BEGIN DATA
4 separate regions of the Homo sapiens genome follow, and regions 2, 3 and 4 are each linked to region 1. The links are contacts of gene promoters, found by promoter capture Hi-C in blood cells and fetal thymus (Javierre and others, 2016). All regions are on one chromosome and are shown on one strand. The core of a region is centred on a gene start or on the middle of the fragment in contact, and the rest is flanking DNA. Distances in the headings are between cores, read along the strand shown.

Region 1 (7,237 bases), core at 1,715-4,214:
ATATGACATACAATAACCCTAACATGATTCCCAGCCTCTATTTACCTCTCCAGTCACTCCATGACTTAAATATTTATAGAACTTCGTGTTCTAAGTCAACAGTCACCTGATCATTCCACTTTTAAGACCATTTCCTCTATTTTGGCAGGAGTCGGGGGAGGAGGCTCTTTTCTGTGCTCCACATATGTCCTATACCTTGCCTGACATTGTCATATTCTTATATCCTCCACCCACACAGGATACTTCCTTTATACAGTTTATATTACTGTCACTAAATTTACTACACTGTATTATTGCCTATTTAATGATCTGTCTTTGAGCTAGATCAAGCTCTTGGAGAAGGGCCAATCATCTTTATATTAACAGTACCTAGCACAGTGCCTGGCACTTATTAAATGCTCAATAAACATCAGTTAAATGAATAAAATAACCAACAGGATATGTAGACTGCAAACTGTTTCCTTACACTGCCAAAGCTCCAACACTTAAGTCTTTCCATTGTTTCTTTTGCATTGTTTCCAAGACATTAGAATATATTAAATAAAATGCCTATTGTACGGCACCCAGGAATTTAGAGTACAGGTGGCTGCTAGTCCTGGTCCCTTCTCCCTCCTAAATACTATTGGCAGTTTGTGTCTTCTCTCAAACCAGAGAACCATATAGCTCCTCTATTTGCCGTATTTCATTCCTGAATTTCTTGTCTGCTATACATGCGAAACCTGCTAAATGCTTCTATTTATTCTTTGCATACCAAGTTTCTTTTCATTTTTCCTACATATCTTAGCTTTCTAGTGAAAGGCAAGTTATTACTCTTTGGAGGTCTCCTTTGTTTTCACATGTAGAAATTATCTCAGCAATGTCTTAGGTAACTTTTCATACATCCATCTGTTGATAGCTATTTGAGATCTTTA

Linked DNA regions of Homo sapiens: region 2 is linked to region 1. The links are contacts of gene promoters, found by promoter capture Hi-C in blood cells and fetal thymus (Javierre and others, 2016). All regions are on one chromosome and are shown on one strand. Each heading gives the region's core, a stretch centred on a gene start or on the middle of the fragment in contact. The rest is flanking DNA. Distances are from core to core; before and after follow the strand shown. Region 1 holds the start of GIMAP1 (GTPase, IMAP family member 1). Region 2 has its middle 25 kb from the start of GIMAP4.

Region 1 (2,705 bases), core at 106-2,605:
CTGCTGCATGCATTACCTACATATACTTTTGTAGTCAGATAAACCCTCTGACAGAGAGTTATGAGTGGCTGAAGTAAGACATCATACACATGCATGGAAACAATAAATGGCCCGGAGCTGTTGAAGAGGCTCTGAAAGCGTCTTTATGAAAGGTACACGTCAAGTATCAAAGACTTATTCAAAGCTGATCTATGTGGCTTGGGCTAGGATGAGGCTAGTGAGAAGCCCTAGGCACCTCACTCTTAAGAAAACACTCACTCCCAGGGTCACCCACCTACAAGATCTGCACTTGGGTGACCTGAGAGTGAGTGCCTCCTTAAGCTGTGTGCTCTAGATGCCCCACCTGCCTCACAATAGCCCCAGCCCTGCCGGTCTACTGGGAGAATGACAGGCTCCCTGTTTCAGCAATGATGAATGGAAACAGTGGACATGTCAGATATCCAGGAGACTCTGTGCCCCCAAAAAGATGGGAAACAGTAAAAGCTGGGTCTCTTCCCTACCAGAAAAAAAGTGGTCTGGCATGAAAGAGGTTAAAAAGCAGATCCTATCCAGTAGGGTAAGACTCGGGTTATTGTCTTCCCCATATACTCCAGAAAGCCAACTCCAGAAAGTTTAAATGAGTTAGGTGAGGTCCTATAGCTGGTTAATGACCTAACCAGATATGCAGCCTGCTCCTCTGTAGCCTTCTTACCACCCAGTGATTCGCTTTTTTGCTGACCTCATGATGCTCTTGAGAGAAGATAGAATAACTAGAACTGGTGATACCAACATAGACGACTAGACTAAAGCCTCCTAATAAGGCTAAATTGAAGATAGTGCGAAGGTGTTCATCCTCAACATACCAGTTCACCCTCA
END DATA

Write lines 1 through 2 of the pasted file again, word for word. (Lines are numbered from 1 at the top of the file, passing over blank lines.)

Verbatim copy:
4 separate regions of the Homo sapiens genome follow, and regions 2, 3 and 4 are each linked to region 1. The links are contacts of gene promoters, found by promoter capture Hi-C in blood cells and fetal thymus (Javierre and others, 2016). All regions are on one chromosome and are shown on one strand. The core of a region is centred on a gene start or on the middle of the fragment in contact, and the rest is flanking DNA. Distances in the headings are between cores, read along the strand shown.

Region 1 (7,237 bases), core at 1,715-4,214: